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Gold moves make sense

The editorial below was published Saturday and looks at gold’s crazy gyrations on Friday. Fed Chair Janet Yellen said essentially nothing in her much-watched speech at Jackson Hole. Given that she uses such events to telegraph Fed moves, her silence spoke volumes – not being hawkish is the same as being dovish.

And a dovish Fed is the key event that will push gold higher, I conclude below. It will take time for the Fed to change direction though, and in the meantime all kinds of gold-bullish catalysts could easily crop up, as I conclude: any number of Trump moves, debt ceiling fireworks, dovish suggestions from central banks, weak inflation or economic readings, terror events, or geopolitical turmoil.”

They’ve all happened of late and can easily happen again – and we saw exactly that today. Gold jumped 1.5% today to close well above $1,300 per oz. following Draghi’s lack of hawkishness, the US dollar not rebounding, and news late in the day of North Korea test-firing another missile, this time right over Japan.

Not just besting $1300 but getting markedly above it and staying there – it’s a very strong sign from gold. With summer winding down and traders returning to their desks, this move could foreshadow a strong September for gold.

In the meantime, the rest of my article from Saturday is below. The Maven Letter also included analysis of the recent upside moves in copper and zinc, looks at three new investment recommendations one week later, and updates from a host of Maven Portfolio holdings.


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Snipped from The Maven Letter: August 25, 2017...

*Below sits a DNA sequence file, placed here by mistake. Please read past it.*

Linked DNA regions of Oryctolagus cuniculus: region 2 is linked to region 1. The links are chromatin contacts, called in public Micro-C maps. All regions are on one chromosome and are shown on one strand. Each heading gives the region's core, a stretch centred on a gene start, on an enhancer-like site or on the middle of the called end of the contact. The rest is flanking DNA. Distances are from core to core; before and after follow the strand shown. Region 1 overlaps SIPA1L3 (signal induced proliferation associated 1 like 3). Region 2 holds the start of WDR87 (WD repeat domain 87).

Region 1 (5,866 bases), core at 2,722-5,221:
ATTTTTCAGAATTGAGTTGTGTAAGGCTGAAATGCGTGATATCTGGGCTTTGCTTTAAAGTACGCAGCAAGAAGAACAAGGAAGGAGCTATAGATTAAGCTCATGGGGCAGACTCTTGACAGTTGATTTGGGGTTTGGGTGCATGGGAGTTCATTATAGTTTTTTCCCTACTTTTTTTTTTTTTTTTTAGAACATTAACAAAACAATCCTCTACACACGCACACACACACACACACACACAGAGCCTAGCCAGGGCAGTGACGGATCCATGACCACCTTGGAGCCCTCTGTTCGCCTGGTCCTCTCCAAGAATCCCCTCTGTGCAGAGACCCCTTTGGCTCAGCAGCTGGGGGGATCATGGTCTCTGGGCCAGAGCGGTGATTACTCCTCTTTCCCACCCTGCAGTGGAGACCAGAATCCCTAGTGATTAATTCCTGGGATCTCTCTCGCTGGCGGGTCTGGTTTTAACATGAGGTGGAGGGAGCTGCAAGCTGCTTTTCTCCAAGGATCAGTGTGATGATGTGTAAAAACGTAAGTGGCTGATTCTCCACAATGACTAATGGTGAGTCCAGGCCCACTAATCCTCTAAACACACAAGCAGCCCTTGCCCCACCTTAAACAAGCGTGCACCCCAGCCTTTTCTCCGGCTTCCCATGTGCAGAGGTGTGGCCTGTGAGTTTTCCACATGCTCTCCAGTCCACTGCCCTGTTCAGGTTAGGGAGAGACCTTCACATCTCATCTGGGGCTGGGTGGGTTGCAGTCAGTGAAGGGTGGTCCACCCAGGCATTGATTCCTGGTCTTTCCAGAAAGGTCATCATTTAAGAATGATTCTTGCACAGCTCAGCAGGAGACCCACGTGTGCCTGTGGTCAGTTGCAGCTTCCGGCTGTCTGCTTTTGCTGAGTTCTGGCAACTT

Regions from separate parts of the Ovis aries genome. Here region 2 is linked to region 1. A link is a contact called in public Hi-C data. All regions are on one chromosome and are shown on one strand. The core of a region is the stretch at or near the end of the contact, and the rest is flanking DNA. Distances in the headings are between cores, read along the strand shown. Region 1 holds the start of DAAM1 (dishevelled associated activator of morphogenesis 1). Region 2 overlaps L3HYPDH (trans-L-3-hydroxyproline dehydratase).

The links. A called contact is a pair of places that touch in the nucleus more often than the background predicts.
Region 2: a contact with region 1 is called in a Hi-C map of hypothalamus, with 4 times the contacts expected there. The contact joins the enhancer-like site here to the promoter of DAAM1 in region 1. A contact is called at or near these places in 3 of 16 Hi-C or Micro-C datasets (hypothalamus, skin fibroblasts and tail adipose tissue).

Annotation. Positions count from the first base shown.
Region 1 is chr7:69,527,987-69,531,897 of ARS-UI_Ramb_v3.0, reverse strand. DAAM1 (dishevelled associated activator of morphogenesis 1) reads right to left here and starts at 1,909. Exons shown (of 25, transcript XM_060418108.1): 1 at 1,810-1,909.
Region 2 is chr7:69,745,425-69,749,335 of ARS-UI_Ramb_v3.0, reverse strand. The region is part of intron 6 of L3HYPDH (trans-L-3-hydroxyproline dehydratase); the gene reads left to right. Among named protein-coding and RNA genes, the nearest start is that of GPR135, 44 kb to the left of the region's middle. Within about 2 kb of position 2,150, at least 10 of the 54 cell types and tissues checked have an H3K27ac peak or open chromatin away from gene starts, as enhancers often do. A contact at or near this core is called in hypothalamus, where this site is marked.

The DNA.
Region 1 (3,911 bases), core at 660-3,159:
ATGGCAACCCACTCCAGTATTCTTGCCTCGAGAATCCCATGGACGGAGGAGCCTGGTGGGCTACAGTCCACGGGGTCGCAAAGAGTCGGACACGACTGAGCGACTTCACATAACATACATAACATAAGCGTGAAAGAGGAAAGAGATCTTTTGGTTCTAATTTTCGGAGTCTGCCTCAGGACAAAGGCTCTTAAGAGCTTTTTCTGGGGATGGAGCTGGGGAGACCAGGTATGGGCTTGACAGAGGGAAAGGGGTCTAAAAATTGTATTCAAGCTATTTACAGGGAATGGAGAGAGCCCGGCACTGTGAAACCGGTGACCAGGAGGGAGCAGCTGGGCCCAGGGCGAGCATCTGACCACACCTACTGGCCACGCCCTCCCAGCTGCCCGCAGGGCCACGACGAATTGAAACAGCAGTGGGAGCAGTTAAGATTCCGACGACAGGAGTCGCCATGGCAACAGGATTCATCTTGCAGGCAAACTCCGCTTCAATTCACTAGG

Yesterday’s gold price chart is crazy:

Not only did gold oscillate up, down, and up again by as much as a percent in an hour, it did so because Janet Yellen didn’t say anything about interest rates.

Yellen didn’t say anything much of interest. Her entire speech at the famous Kansas City Federal Reserve Bank’s symposium in Jackson Hole was a defense of central bank actions since the economic crisis.

That disappointed a market desperate for hints about what the Fed will do over the rest of the year with interest rates and its massive balance sheet. No one really expected Yellen to reveal interest rate plans – more on that in a moment – but there was some expectation she would use the speech to further outline how the Fed will reduce its balance sheet. We know the central bank plans to start that process in September – which is right around the corner – by not reinvesting proceeds from expired treasuries, but we don’t yet know details on the scale of the effort.

Does it matter? Yes and no. Yes in that reducing central bank support for government debt will hurt bond prices and boost yields. Rising bond prices pressure the dollar and disturb confidence. And more generally, reinvesting in bonds until now has meant that the Fed has really maintained some stimulus; ending the reinvestments is truly the end of QE.

Given the Taper Tantrum that happened when the Fed announced the end of its bond purchase program – markets slid and the dollar dropped – I’m surprised at the seeming complacency around this impending change.

That said, it doesn’t matter that much because the Fed will move very slowly and carefully in this effort and will telegraph each move, which is why there has been no freak out yet. Also the bull market is so entrenched now that almost everyone will just keep betting on it, Fed actions be damned.